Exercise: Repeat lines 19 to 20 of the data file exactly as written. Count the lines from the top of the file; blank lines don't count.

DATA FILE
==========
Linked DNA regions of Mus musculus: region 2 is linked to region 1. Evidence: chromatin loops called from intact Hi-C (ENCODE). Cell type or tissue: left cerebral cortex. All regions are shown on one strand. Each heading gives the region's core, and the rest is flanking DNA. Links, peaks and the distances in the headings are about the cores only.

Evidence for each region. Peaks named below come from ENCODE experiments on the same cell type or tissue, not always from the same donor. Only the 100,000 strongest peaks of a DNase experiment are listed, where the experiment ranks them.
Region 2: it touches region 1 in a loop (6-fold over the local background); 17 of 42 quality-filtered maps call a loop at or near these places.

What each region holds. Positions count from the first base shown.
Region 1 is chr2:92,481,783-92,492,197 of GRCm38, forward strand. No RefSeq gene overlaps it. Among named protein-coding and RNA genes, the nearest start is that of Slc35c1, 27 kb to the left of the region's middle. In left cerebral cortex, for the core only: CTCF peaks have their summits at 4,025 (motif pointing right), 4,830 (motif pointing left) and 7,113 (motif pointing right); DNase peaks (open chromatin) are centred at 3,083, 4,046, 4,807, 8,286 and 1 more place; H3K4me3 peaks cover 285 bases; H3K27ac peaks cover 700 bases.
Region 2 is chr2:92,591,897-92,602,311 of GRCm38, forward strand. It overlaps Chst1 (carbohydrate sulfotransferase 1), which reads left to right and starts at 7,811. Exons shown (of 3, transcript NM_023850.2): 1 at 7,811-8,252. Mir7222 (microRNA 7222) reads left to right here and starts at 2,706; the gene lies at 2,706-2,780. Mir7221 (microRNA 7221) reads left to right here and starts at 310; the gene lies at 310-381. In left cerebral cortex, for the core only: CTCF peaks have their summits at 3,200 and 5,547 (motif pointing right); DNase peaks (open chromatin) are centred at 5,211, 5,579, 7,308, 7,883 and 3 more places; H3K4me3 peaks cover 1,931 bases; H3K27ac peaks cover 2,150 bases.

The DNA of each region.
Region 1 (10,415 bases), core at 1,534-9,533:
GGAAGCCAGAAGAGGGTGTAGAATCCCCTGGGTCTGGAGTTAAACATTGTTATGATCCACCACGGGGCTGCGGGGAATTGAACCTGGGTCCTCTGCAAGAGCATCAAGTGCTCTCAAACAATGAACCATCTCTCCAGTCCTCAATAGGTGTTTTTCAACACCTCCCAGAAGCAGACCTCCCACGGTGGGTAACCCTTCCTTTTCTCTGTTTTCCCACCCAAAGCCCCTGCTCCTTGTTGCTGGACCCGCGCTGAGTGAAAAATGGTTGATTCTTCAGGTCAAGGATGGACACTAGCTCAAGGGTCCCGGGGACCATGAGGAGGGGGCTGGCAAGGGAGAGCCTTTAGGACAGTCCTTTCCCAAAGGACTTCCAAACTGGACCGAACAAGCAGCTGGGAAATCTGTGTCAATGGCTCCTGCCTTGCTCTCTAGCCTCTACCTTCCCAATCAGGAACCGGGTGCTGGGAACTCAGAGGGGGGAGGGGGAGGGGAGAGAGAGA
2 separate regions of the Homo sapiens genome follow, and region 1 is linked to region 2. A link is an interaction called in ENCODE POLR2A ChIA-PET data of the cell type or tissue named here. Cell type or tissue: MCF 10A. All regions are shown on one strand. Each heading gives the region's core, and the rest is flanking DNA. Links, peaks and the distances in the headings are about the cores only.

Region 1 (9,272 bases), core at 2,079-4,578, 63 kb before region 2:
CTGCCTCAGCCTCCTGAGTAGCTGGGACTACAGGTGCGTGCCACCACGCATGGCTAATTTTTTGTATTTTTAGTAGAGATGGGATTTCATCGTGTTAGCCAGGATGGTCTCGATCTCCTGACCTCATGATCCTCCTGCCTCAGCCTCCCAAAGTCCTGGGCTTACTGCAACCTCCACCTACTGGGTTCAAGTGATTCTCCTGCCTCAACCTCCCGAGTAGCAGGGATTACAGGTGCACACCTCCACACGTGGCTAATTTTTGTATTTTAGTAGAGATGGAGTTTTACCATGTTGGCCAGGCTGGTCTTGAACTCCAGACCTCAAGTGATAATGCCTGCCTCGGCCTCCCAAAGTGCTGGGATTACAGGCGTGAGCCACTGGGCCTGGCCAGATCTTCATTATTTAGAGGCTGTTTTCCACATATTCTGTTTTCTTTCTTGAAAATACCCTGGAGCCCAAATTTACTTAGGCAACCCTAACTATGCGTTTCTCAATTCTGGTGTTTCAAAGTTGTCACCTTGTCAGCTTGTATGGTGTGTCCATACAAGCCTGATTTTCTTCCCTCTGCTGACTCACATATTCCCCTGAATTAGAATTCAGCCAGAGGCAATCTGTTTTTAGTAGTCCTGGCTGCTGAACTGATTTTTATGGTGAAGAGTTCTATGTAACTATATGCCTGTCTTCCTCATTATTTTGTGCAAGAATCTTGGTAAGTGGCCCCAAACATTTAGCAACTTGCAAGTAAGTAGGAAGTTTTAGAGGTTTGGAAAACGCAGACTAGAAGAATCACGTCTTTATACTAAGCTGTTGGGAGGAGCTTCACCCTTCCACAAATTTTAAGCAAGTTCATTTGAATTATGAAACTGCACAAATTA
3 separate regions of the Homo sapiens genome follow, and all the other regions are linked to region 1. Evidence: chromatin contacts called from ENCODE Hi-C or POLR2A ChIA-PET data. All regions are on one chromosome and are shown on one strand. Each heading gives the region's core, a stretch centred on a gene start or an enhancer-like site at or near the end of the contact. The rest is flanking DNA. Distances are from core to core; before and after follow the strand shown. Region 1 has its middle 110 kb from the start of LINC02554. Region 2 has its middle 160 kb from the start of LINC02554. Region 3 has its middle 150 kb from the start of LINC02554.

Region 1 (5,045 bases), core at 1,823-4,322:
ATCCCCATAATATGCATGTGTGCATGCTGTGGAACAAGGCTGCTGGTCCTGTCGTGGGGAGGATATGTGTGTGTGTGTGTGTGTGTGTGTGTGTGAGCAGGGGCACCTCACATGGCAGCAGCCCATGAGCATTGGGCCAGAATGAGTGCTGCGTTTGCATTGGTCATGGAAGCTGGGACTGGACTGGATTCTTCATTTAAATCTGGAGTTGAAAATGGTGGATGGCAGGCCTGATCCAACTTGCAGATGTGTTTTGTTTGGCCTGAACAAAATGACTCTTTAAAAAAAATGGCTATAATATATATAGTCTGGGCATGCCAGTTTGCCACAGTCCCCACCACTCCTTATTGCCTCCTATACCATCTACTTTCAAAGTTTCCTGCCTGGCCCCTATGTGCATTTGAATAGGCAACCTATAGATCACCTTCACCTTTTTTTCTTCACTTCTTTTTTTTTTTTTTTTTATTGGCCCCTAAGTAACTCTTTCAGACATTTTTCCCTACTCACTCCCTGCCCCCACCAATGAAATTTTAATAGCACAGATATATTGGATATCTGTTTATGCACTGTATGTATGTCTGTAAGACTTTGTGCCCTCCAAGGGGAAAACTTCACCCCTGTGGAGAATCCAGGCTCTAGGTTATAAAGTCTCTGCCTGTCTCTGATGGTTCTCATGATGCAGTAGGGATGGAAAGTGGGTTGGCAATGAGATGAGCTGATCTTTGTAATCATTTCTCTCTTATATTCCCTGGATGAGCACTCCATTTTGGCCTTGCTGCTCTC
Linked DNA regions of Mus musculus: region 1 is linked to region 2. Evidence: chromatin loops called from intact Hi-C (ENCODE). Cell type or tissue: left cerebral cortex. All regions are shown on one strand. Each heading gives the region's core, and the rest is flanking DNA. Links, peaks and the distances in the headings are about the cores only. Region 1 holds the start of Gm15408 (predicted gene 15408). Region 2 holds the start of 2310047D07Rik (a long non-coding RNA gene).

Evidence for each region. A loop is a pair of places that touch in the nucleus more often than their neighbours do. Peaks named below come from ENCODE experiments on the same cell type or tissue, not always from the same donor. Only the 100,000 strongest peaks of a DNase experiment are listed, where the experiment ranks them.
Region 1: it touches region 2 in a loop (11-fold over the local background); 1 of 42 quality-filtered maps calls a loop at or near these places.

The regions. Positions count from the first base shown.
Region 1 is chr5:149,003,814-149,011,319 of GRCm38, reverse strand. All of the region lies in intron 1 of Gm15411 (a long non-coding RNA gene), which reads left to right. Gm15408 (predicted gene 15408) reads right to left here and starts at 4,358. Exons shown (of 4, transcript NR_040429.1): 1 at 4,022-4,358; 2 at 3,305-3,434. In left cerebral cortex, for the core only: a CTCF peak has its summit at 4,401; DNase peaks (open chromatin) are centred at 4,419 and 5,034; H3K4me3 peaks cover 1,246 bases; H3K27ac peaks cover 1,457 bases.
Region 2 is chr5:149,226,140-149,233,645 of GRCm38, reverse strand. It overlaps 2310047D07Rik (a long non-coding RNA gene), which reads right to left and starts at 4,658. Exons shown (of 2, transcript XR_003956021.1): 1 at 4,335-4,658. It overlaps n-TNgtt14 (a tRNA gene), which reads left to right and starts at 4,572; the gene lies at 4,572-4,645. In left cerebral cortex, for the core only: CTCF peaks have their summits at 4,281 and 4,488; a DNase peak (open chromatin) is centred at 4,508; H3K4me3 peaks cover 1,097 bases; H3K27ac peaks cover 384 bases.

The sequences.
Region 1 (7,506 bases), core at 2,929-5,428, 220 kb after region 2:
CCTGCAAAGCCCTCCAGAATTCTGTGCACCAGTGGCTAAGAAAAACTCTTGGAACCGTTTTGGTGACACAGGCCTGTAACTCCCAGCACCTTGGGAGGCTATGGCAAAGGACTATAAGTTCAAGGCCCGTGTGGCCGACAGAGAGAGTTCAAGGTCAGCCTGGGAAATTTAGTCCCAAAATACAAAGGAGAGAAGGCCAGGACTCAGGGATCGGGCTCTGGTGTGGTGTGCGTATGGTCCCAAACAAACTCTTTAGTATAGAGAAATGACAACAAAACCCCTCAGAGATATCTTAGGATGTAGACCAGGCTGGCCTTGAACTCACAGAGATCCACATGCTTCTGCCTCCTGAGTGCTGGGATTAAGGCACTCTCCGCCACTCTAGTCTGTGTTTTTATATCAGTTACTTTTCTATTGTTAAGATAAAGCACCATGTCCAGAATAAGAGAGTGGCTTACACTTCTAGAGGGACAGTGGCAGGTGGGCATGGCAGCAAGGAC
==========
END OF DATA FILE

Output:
The regions. Positions count from the first base shown.
Region 1 is chr5:149,003,814-149,011,319 of GRCm38, reverse strand. All of the region lies in intron 1 of Gm15411 (a long non-coding RNA gene), which reads left to right. Gm15408 (predicted gene 15408) reads right to left here and starts at 4,358. Exons shown (of 4, transcript NR_040429.1): 1 at 4,022-4,358; 2 at 3,305-3,434. In left cerebral cortex, for the core only: a CTCF peak has its summit at 4,401; DNase peaks (open chromatin) are centred at 4,419 and 5,034; H3K4me3 peaks cover 1,246 bases; H3K27ac peaks cover 1,457 bases.